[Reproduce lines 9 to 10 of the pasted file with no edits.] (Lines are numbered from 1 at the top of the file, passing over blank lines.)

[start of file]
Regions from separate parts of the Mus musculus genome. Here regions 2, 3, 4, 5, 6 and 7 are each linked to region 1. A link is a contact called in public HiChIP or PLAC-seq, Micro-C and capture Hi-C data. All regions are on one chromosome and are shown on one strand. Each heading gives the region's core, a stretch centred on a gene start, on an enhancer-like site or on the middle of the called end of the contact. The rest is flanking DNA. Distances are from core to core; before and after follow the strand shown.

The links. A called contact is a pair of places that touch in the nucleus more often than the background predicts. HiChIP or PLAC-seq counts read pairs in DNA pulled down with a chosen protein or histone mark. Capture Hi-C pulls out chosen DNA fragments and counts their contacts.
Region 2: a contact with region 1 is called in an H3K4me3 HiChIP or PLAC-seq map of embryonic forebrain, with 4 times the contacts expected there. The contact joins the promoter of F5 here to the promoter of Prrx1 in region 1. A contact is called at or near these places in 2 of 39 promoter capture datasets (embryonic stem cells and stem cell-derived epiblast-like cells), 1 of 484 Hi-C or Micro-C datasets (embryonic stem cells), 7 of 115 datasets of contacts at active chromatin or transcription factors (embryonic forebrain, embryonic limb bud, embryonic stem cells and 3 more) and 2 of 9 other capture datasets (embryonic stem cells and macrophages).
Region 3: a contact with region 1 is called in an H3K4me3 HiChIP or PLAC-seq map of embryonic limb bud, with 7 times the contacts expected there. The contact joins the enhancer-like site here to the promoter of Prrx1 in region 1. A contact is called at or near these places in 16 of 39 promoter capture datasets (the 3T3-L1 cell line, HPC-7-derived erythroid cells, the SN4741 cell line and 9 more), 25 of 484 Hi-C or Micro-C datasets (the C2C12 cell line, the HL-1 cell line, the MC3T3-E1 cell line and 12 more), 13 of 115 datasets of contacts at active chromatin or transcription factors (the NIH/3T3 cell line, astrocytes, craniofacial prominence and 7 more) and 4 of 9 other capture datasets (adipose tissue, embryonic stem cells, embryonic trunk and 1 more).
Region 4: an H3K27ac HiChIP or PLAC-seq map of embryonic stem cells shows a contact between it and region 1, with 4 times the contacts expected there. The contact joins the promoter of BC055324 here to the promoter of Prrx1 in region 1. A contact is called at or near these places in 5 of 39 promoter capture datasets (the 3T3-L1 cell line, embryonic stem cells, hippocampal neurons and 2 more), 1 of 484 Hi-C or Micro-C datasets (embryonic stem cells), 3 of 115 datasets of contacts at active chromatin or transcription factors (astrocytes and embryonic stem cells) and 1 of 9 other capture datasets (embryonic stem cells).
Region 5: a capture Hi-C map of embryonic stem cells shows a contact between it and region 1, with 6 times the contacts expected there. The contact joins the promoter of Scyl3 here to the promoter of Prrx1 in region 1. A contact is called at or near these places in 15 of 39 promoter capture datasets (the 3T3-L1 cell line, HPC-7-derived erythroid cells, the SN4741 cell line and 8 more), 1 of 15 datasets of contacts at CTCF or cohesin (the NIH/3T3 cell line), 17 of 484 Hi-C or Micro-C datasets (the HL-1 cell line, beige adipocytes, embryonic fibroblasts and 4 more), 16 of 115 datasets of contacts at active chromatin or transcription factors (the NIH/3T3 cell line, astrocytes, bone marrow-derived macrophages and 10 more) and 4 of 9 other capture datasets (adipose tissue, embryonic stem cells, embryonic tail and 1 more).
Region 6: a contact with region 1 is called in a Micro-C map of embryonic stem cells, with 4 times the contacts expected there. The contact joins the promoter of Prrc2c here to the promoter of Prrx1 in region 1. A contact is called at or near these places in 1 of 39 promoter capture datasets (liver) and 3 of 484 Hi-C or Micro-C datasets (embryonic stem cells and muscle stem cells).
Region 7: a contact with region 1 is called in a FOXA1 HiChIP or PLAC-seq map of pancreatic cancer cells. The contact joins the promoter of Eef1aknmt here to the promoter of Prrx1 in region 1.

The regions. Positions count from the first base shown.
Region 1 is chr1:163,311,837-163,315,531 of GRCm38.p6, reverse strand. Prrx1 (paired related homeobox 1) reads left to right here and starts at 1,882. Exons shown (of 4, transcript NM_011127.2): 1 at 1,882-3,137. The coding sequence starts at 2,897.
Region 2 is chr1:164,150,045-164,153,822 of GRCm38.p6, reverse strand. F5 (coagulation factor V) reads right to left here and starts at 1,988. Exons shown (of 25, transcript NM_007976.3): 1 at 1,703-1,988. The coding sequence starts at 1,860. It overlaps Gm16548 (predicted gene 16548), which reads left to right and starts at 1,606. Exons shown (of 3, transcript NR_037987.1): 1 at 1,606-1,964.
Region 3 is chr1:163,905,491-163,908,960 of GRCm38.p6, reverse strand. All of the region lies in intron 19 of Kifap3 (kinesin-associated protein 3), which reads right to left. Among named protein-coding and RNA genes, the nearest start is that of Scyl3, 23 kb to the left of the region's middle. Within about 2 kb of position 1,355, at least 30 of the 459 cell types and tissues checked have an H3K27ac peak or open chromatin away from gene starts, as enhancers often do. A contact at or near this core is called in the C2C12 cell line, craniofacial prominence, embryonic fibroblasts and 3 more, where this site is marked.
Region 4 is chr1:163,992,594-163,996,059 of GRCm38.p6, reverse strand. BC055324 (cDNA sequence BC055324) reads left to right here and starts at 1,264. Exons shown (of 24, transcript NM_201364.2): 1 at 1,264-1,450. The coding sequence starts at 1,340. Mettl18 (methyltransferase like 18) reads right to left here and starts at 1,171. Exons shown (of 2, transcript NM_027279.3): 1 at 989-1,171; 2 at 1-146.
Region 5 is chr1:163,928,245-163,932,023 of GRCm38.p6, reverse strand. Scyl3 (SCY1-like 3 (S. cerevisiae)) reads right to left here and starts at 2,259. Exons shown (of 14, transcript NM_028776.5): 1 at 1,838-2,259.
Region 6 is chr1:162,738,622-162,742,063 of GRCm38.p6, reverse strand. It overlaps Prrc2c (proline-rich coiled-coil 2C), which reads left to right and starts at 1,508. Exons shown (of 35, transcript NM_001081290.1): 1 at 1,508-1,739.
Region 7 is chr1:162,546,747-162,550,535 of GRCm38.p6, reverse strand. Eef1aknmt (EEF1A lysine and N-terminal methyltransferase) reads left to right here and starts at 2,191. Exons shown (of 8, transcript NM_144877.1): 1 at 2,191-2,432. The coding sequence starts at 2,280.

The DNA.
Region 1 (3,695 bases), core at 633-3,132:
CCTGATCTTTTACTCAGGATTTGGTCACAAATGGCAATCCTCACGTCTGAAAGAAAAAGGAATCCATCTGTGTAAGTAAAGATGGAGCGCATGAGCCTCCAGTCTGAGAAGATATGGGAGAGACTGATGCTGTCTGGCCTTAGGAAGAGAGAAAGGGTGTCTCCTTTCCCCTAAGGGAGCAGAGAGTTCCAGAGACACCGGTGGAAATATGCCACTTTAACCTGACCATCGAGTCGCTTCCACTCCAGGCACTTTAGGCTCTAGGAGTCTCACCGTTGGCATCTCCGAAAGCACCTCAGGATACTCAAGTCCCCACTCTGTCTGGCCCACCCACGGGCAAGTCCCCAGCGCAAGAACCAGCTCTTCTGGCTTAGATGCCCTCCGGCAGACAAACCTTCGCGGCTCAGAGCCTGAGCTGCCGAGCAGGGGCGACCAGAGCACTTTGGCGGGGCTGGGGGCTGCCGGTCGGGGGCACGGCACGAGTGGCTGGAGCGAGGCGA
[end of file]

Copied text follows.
The regions. Positions count from the first base shown.
Region 1 is chr1:163,311,837-163,315,531 of GRCm38.p6, reverse strand. Prrx1 (paired related homeobox 1) reads left to right here and starts at 1,882. Exons shown (of 4, transcript NM_011127.2): 1 at 1,882-3,137. The coding sequence starts at 2,897.